Fact Sheet on Air Toxics

Toxic comes from the Greek word toxikon which referred to the poison smeared on an arrow. The meaning has changed but not the intent. Air toxics are poisonous airborne pollutants which exist in the atmosphere either as gases or attached to fine particles.

Some air toxics come from natural sources such as dust, forest fires, volcanic gases and soil erosion. But most are created by human activities including industrial processes, the manufacture and use of pesticides, and the burning of fossil fuels such as gas, oil or coal.

Air toxics find their way into the atmosphere in two ways. Some are emitted directly from cars, trucks and train engines or from factories which burn fossil fuels. Others are discharged into water or onto the land, and because they possess the characteristic known as volatility, they escape into the air as gases or attached to fine particles.

The atmosphere plays an important role in the environmental cycle of air toxics. Sometimes it can carry them thousands of kilometres from their source and wash them to earth as rain, snow, fog or mist. The atmosphere may also transform air toxics into even more dangerous porno xxx.

Air toxics pose a serious threat to human health and to wildlife for three reasons.

First, they are poisonous, or may become poisonous after combining with other substances or bioaccumulating in the food chain. The toxics may cause death, disease, birth defects, genetic mutations and behavioural abnormalities as well as physiological or reproductive harm in organisms or their offspring.

Second, the toxics bioaccumulate in the fatty tissue of animals, and are difficult or impossible to metabolize or excrete. Even minute amounts may have a major effect on wildlife as the toxics build up to a dangerous level over the lifetime of the animal. Bioaccumulating in the food chain occurs when, for example, plankton which has absorbed toxic chemicals from the water is eaten by fish, which, after storing the toxics in fatty tissues, are then eaten by birds. Because the birds are at the top of this food chain, they may over time accumulate levels of toxics which are thousands of times higher than those in their prey, which themselves were thousands of times higher than those in the plankton.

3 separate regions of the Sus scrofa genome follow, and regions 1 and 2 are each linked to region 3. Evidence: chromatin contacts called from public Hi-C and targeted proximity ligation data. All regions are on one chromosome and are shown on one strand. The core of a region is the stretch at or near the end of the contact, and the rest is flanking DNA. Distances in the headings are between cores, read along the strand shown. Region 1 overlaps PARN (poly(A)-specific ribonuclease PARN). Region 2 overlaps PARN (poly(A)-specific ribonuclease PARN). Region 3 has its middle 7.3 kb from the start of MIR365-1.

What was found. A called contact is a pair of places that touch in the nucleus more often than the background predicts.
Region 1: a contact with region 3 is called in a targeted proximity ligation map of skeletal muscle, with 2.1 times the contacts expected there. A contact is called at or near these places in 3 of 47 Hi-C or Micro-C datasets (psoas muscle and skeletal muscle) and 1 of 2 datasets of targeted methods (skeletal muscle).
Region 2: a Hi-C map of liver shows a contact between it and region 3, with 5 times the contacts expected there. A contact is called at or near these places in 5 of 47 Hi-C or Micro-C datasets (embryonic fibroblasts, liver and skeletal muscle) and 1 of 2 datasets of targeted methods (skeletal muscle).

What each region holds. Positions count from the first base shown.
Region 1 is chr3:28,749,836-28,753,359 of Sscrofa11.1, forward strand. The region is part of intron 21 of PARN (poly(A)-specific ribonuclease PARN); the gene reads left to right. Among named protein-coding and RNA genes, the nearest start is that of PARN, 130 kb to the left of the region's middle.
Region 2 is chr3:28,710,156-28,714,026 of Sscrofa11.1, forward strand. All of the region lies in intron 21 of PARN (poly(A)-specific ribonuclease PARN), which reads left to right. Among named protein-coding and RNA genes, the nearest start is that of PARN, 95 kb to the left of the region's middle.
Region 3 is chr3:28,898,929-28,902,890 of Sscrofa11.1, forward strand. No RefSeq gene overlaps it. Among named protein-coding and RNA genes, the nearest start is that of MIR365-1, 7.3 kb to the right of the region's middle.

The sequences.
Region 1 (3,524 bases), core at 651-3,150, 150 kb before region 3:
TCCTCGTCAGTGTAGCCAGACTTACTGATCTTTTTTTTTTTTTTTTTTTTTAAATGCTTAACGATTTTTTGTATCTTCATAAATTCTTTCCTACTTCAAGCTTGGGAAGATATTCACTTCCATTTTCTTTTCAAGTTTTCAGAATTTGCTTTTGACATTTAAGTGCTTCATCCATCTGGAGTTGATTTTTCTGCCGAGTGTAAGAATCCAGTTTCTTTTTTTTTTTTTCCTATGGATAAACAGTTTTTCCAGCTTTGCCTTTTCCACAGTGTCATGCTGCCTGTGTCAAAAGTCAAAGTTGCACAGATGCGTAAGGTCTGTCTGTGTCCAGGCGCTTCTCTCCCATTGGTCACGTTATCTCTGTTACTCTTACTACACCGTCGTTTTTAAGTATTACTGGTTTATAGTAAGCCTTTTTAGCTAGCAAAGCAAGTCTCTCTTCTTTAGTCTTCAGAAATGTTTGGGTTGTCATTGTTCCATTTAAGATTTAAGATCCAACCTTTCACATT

Third, these toxics are persistent, meaning that they do not break down easily in the environment and may remain intact for decades or even centuries.

Environment Canada is involved in a range of research projects aimed at understanding how air toxics are emitted, transported, transformed and deposited by the atmosphere. Further, the department is heavily involved in the development and enforcement of regulations to prevent the emission of air toxics into the atmosphere.

The most common culprits:

The industrial world uses more than 65,000 commercial chemicals. In 1985, the International Joint Commission identified 11 pollutants which the Canadian-U.S. body considered critical:

1. Polychlorinated Biphenyls (PCBs)
2. Mirex
3. Hexachlorobenzene (HCB)
4. Dieldrin
5. DDT
6. 2,3,7,8-TCDD
7. 2,3,7,8-TCDF
8. Benzo[a]pyrene
9. Toxaphene
10. Mercury
11. Alkylated lead

Environmental Protection Act (EPA) & Pollution Prevention and Control (PPC)

Polluting activities and Industrial emissions in the UK have been controlled, to some extent, for over 150 years and are currently regulated under both the Environmental Protection Act 1990 (EPA) and the Pollution Prevention and Control Act 1999 (PPC).

There are also a number of other directives that contribute towards the regulation of porno italiani environmental emissions such as the Solvent Emissions Directive (SED) and the Waste Incineration Directive (WID). There are a number of guidance documents available to provide information about the structure and requirements of these regulations.